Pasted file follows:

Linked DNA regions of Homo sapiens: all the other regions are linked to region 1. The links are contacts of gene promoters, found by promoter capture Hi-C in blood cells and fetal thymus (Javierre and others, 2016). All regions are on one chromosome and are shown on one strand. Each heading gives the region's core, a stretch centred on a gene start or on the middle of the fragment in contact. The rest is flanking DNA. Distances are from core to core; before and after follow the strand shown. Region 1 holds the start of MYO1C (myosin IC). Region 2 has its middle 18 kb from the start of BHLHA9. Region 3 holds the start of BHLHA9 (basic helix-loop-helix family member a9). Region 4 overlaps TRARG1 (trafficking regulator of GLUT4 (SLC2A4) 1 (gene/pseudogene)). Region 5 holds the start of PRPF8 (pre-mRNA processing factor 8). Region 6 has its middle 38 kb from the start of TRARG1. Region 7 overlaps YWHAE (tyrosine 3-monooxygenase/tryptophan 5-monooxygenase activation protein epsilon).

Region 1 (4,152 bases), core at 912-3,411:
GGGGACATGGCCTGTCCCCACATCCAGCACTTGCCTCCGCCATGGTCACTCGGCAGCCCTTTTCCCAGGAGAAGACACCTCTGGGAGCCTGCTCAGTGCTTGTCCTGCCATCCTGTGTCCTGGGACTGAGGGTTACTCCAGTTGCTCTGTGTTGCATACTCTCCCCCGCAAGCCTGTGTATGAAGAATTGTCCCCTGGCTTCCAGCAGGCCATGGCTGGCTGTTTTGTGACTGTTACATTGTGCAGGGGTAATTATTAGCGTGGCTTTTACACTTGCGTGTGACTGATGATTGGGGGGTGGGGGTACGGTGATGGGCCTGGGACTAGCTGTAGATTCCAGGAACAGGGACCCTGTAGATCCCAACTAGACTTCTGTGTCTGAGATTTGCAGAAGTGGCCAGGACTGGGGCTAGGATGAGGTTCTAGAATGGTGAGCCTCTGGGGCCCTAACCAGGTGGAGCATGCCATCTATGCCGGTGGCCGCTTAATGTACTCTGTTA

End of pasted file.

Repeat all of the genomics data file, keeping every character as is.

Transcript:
Linked DNA regions of Homo sapiens: all the other regions are linked to region 1. The links are contacts of gene promoters, found by promoter capture Hi-C in blood cells and fetal thymus (Javierre and others, 2016). All regions are on one chromosome and are shown on one strand. Each heading gives the region's core, a stretch centred on a gene start or on the middle of the fragment in contact. The rest is flanking DNA. Distances are from core to core; before and after follow the strand shown. Region 1 holds the start of MYO1C (myosin IC). Region 2 has its middle 18 kb from the start of BHLHA9. Region 3 holds the start of BHLHA9 (basic helix-loop-helix family member a9). Region 4 overlaps TRARG1 (trafficking regulator of GLUT4 (SLC2A4) 1 (gene/pseudogene)). Region 5 holds the start of PRPF8 (pre-mRNA processing factor 8). Region 6 has its middle 38 kb from the start of TRARG1. Region 7 overlaps YWHAE (tyrosine 3-monooxygenase/tryptophan 5-monooxygenase activation protein epsilon).

Region 1 (4,152 bases), core at 912-3,411:
GGGGACATGGCCTGTCCCCACATCCAGCACTTGCCTCCGCCATGGTCACTCGGCAGCCCTTTTCCCAGGAGAAGACACCTCTGGGAGCCTGCTCAGTGCTTGTCCTGCCATCCTGTGTCCTGGGACTGAGGGTTACTCCAGTTGCTCTGTGTTGCATACTCTCCCCCGCAAGCCTGTGTATGAAGAATTGTCCCCTGGCTTCCAGCAGGCCATGGCTGGCTGTTTTGTGACTGTTACATTGTGCAGGGGTAATTATTAGCGTGGCTTTTACACTTGCGTGTGACTGATGATTGGGGGGTGGGGGTACGGTGATGGGCCTGGGACTAGCTGTAGATTCCAGGAACAGGGACCCTGTAGATCCCAACTAGACTTCTGTGTCTGAGATTTGCAGAAGTGGCCAGGACTGGGGCTAGGATGAGGTTCTAGAATGGTGAGCCTCTGGGGCCCTAACCAGGTGGAGCATGCCATCTATGCCGGTGGCCGCTTAATGTACTCTGTTA